dc.description.abstractVarious assessment measures have been used to identify socially isolated children. A model relating constructs associated with social behavior was developed to examine causal relationships among various types of assessment measures. The subjects were 267 third and fourth grade children from public school classrooms in Minnesota. Teacher perception, peer perception, self-discomfort, assertiveness, positive solitary behavior and negative solitary behavior were conceptualized as dependent latent variables. The effects of academic achievement and sex on the dependent latent variables also were examined. Observable indicators of the latent variables include peer sociometric measures; three teacher ratings of social interaction; self-report measures of assertiveness, anxiety, and loneliness; classroom observations of solitary behavior; and the Iowa Test of Basic Skills. Covariance structure analysis procedures (LISREL) were used to link observed measures of social behavior to their respective latent variables through confirmatory factor analysis (CFA) and to examine hypothesized causal relationships among the latent variables. CFA of the dependent variables indicated that the initial model did not provide an acceptable fit with the data. T-values indicated that the observed variables loaded on the hypothesized latent constructs except for two self-report measures. Subsequent model testing indicated that some observed variables loaded on more than one latent variable. The initial covariance structure model was revised based on the CFA. The LISREL analysis indicated that neither the initial nor the revised models of social behavior provided an adequate fit with the data. The significance of individual parameters was examined. The observed self-report measures of assertiveness, loneliness, and anxiety demonstrated low reliability. Hypotheses supported include that academic achievement was causally related to peer perception and that teacher perception, peer perception and academic achievement were causally related to the level of negative solitary behavior. The results support the assessment of perceptions of significant others and academic achievement as screening measures to identify socially isolated children. Additionally, the validity and reliability of using self-report measures with elementary students needs further investigation.en_US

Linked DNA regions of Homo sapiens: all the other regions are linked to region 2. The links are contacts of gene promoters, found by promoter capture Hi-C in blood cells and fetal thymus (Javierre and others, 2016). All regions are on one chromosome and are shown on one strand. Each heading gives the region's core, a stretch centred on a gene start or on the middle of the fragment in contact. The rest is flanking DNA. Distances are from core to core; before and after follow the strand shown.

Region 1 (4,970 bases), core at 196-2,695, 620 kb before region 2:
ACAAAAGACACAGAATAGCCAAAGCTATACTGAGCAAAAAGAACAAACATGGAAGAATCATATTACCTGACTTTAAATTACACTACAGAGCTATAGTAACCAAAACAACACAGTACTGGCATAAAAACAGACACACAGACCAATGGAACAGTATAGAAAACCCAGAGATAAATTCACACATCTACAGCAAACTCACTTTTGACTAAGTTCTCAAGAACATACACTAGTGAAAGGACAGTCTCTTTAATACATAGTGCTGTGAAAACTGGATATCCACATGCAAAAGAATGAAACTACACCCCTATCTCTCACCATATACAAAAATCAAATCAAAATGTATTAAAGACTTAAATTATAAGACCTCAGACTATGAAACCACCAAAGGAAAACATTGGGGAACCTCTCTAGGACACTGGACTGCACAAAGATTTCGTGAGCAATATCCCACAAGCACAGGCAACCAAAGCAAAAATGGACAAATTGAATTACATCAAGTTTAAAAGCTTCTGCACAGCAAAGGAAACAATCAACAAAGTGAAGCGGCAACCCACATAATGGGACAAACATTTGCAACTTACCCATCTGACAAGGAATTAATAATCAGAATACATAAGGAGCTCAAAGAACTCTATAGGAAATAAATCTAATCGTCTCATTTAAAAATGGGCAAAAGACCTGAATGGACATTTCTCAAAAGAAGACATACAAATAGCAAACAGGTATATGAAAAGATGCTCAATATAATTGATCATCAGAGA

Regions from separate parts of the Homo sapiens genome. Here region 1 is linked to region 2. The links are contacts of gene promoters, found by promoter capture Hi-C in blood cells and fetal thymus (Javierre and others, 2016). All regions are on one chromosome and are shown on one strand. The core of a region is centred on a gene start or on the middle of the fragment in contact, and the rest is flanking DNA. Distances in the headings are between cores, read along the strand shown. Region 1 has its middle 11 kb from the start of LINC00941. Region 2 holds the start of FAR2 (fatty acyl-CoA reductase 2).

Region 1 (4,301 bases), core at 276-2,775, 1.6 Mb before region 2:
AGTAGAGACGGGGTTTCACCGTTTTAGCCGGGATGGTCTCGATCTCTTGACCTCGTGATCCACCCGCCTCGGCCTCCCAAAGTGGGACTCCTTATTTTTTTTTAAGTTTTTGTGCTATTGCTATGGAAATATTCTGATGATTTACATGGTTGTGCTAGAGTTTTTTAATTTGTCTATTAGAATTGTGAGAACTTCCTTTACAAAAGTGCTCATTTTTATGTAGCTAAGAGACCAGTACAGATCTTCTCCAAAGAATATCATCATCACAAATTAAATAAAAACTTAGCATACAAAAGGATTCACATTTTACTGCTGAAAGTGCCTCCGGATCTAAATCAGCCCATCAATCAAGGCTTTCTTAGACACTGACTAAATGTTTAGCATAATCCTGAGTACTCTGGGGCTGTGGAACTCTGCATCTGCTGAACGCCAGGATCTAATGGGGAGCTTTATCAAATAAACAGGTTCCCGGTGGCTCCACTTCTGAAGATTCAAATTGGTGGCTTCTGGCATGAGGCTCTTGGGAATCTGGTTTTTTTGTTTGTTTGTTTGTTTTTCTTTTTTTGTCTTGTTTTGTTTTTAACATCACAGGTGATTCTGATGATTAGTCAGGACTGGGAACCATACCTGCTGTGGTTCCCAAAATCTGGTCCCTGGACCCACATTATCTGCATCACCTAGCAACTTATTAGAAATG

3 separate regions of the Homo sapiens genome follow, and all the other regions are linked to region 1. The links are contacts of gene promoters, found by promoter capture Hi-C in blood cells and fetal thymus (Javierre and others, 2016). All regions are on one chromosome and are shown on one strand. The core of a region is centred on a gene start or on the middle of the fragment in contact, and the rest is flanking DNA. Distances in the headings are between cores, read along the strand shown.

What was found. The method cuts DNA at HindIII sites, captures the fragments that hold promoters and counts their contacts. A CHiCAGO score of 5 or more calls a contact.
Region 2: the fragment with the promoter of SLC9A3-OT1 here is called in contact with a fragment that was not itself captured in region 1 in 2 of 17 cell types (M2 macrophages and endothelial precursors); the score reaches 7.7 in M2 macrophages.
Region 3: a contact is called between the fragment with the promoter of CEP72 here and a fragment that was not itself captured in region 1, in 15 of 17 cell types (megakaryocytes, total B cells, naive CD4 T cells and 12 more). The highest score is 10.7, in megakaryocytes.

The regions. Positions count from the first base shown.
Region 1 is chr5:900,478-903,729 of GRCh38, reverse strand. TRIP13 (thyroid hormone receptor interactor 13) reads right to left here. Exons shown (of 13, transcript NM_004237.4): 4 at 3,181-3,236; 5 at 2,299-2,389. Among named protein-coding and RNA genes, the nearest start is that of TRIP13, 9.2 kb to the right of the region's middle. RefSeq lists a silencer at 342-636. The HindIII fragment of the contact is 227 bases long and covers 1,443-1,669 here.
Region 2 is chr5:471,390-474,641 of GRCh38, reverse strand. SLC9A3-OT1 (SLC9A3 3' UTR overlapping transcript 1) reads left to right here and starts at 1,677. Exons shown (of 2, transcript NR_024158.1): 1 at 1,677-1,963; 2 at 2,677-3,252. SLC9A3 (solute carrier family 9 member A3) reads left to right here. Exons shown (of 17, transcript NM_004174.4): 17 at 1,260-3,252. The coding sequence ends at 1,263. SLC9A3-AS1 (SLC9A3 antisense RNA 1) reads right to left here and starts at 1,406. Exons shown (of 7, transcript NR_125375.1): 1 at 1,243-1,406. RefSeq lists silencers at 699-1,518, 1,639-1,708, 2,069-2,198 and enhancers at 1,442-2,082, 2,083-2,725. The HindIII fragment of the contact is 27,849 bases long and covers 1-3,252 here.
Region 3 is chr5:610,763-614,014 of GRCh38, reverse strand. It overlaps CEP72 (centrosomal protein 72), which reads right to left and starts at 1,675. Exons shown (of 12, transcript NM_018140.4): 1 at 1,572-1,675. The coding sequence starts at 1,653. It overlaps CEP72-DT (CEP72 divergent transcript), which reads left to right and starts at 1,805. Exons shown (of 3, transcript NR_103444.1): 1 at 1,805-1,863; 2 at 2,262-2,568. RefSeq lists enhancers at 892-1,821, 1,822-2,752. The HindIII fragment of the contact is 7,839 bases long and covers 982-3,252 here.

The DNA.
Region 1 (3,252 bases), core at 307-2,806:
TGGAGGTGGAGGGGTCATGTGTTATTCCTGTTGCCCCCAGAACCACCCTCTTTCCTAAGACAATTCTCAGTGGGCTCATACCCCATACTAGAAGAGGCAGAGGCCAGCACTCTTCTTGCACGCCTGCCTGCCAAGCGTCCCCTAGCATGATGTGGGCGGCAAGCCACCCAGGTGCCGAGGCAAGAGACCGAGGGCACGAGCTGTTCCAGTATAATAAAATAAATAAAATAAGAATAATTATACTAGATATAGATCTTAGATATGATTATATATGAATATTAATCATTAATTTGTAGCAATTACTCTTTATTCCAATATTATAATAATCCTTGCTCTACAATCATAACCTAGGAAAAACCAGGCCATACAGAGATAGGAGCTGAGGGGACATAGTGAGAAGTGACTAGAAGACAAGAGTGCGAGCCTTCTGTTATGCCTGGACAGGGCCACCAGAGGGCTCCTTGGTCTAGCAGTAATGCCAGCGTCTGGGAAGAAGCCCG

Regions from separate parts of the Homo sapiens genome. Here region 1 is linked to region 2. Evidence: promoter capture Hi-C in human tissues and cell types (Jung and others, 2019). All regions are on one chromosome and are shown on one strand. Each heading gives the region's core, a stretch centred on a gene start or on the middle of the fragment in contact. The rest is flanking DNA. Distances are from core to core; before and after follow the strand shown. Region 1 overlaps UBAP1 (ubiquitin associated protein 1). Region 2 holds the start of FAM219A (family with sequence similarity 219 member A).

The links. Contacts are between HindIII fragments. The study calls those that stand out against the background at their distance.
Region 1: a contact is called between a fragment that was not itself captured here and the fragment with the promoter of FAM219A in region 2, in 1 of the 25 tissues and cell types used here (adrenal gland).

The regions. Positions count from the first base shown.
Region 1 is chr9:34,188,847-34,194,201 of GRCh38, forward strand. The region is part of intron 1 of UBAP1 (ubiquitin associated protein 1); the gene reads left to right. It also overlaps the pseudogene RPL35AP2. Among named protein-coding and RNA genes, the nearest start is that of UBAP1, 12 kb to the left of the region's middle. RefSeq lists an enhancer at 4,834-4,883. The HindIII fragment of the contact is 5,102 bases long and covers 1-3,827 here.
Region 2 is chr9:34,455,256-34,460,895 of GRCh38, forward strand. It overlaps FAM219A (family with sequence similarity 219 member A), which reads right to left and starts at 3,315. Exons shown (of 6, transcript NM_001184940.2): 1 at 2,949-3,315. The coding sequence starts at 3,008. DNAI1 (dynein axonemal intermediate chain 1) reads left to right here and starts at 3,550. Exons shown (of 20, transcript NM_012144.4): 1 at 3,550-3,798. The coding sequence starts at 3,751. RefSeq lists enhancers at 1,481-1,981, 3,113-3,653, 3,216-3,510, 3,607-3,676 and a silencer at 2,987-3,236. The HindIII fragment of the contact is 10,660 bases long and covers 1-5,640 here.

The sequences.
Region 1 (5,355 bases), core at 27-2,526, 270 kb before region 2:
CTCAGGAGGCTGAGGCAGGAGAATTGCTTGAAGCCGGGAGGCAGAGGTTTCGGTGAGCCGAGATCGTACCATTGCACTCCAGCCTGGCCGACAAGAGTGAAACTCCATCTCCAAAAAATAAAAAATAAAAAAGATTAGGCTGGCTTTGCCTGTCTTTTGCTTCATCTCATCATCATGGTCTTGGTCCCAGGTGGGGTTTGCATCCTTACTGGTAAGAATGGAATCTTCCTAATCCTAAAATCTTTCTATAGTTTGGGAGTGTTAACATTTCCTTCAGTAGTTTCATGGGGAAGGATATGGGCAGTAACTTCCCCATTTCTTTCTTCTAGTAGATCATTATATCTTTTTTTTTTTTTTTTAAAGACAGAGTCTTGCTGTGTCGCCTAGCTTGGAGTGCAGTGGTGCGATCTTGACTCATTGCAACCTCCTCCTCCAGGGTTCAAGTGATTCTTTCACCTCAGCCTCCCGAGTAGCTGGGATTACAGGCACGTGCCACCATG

dc.typetexten_US
dc.typeDissertation-Reproduction (electronic)en_US
thesis.degree.namePh.D.en_US
thesis.degree.leveldoctoralen_US
thesis.degree.disciplineEducational Psychologyen_US
thesis.degree.disciplineGraduate Collegeen_US
thesis.degree.grantorUniversity of Arizonaen_US
dc.contributor.advisorBergan, John R.en_US
dc.contributor.committeememberMishra, Shitalaen_US
dc.contributor.committeememberBos, Candaceen_US
dc.contributor.committeememberFranklin, Melvinen_US
dc.contributor.committeememberVon Isser, Aldineen_US
dc.identifier.proquest8704784en_US